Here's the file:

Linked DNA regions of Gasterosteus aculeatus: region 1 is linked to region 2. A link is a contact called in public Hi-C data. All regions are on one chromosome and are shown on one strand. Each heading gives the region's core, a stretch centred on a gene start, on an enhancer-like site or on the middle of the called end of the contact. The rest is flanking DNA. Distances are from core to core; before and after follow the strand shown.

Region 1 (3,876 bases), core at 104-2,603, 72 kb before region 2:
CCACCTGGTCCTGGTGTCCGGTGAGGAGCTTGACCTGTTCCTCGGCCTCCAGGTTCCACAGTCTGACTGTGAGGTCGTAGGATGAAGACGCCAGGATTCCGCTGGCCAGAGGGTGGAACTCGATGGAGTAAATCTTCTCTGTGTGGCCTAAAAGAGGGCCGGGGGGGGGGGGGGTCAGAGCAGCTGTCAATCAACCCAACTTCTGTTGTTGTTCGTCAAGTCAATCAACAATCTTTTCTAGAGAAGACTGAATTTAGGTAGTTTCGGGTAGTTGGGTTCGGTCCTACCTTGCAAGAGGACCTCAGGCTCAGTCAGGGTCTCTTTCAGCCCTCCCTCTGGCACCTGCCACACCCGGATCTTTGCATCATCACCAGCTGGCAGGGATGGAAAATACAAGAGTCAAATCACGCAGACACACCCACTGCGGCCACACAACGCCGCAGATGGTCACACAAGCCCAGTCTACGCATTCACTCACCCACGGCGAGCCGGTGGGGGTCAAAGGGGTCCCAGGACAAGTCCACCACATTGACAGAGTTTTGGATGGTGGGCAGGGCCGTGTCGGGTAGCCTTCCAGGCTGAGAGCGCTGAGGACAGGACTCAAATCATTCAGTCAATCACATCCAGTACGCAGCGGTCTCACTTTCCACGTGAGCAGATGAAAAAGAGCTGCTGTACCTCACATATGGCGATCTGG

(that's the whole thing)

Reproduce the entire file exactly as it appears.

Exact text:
Linked DNA regions of Gasterosteus aculeatus: region 1 is linked to region 2. A link is a contact called in public Hi-C data. All regions are on one chromosome and are shown on one strand. Each heading gives the region's core, a stretch centred on a gene start, on an enhancer-like site or on the middle of the called end of the contact. The rest is flanking DNA. Distances are from core to core; before and after follow the strand shown.

Region 1 (3,876 bases), core at 104-2,603, 72 kb before region 2:
CCACCTGGTCCTGGTGTCCGGTGAGGAGCTTGACCTGTTCCTCGGCCTCCAGGTTCCACAGTCTGACTGTGAGGTCGTAGGATGAAGACGCCAGGATTCCGCTGGCCAGAGGGTGGAACTCGATGGAGTAAATCTTCTCTGTGTGGCCTAAAAGAGGGCCGGGGGGGGGGGGGGTCAGAGCAGCTGTCAATCAACCCAACTTCTGTTGTTGTTCGTCAAGTCAATCAACAATCTTTTCTAGAGAAGACTGAATTTAGGTAGTTTCGGGTAGTTGGGTTCGGTCCTACCTTGCAAGAGGACCTCAGGCTCAGTCAGGGTCTCTTTCAGCCCTCCCTCTGGCACCTGCCACACCCGGATCTTTGCATCATCACCAGCTGGCAGGGATGGAAAATACAAGAGTCAAATCACGCAGACACACCCACTGCGGCCACACAACGCCGCAGATGGTCACACAAGCCCAGTCTACGCATTCACTCACCCACGGCGAGCCGGTGGGGGTCAAAGGGGTCCCAGGACAAGTCCACCACATTGACAGAGTTTTGGATGGTGGGCAGGGCCGTGTCGGGTAGCCTTCCAGGCTGAGAGCGCTGAGGACAGGACTCAAATCATTCAGTCAATCACATCCAGTACGCAGCGGTCTCACTTTCCACGTGAGCAGATGAAAAAGAGCTGCTGTACCTCACATATGGCGATCTGG